• keith969
    • By keith969 3rd Oct 19, 5:30 PM
    • 1,557 Posts
    • 1,125 Thanks
    keith969
    In Japan tipping is considered extremely rude. I wish it was here too.
    For every complex problem there is an answer that is clear, simple and wrong.
    • Kim kim
    • By Kim kim 3rd Oct 19, 5:40 PM
    • 3,044 Posts
    • 4,240 Thanks
    Kim kim
    This sounds like awful practice squirrel! Would you be prepared to name and shame?
    Originally posted by AndyTails
    Why is it bad practice?

    The employer is putting on a service charge & using it towards the wages.

    What it should be, instead of a service charge, just a comprehensive price to include service and all other overheads and then staff get paid (whatever is the fair rate for their skills) and tax & NI is like all other employees paid on all earnings.
    • Pollycat
    • By Pollycat 3rd Oct 19, 6:41 PM
    • 24,437 Posts
    • 65,725 Thanks
    Pollycat
    In Japan tipping is considered extremely rude. I wish it was here too.
    Originally posted by keith969
    Just don't tip then.
    • pollypenny
    • By pollypenny 3rd Oct 19, 7:43 PM
    • 27,210 Posts
    • 71,414 Thanks
    pollypenny
    I despise all forms of tipping. When us contractors have the threat of ir35 despite doing it by the book yet people doing the exact job they're employed to do expect tips, all while avoiding tax which over the course of a year could be hundreds of pounds.

    If I got a bonus from a client for just performing my contracted duties HMRC would tear me to shreds and tax the hell out of me for being treated like an employee.
    Originally posted by username901


    We toured Scandinavia in the summer. It was refreshing not to have anyone hanging around around for a tip.
    Member #14 of SKI-ers club

    Words, words, they're all we have to go by!.

    (Pity they are mangled by this autocorrect!)
    • sazaccount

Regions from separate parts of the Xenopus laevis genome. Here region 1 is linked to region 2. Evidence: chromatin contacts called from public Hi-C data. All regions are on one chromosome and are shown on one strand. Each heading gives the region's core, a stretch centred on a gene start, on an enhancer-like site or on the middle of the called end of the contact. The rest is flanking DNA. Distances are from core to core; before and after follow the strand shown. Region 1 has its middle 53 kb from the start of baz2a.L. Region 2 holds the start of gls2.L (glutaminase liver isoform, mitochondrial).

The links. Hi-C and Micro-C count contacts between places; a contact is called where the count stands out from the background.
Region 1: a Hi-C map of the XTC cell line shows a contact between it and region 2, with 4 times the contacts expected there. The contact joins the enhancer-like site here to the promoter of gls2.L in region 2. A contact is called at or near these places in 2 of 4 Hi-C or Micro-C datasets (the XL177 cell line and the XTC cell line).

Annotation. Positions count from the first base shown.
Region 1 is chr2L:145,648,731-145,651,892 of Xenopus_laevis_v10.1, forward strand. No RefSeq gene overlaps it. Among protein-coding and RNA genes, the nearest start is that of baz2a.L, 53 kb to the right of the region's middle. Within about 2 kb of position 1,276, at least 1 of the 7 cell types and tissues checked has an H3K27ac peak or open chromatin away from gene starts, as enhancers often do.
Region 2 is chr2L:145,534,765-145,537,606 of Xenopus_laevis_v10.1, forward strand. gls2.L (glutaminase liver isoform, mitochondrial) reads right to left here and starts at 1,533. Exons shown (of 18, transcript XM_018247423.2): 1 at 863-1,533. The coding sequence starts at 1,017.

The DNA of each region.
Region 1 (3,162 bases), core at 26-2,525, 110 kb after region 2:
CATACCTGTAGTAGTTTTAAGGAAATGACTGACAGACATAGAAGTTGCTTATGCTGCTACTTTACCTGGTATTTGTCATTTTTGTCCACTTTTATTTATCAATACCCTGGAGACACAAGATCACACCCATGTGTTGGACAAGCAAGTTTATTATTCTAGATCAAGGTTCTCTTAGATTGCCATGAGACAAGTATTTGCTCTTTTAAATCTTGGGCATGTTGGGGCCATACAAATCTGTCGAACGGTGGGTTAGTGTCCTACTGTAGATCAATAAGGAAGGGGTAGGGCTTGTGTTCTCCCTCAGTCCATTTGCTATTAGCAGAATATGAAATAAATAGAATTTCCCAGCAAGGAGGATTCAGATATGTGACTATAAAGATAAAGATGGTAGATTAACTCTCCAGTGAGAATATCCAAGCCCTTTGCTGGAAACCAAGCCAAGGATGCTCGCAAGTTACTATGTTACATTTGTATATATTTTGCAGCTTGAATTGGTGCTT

• By sazaccount 3rd Oct 19, 8:09 PM
    • 461 Posts
    • 416 Thanks
    sazaccount
    In Japan tipping is considered extremely rude. I wish it was here too.
    Originally posted by keith969
    No however of you are in a Bar/restaurant in the evening most have a 200 - 700 Yen Table charge or Otoshi
    Thanks to money saving tips and debt repayments/becoming debt free I have been able to work and travel for the last 4 years visiting 12 countries and working within 3 of them. Currently living and working in Canada
    • frugal2
    • By frugal2 3rd Oct 19, 10:15 PM
    • 2 Posts
    • 2 Thanks
    frugal2
    No I think I should get the tips the customer is giving me for looking after them and giving very good service.I pay national insurance on my wages
    • rawhammered
    • By rawhammered 3rd Oct 19, 10:25 PM
    • 79 Posts
    • 60 Thanks
    rawhammered
    The customer should get tipped by the waiting staff for the privilege of their employment. No customers, no job....
    • tempus_fugit
    • By tempus_fugit 3rd Oct 19, 10:31 PM
    • 823 Posts
    • 781 Thanks
    tempus_fugit
    Why is it bad practice?

    The employer is putting on a service charge & using it towards the wages.

    What it should be, instead of a service charge, just a comprehensive price to include service and all other overheads and then staff get paid (whatever is the fair rate for their skills) and tax & NI is like all other employees paid on all earnings.
    Originally posted by Kim kim
    Because then the employer is making part of the staff's wage dependent on how many customers come through the door. That should be illegal and the advertised wage should be BEFORE any tips or gratuities.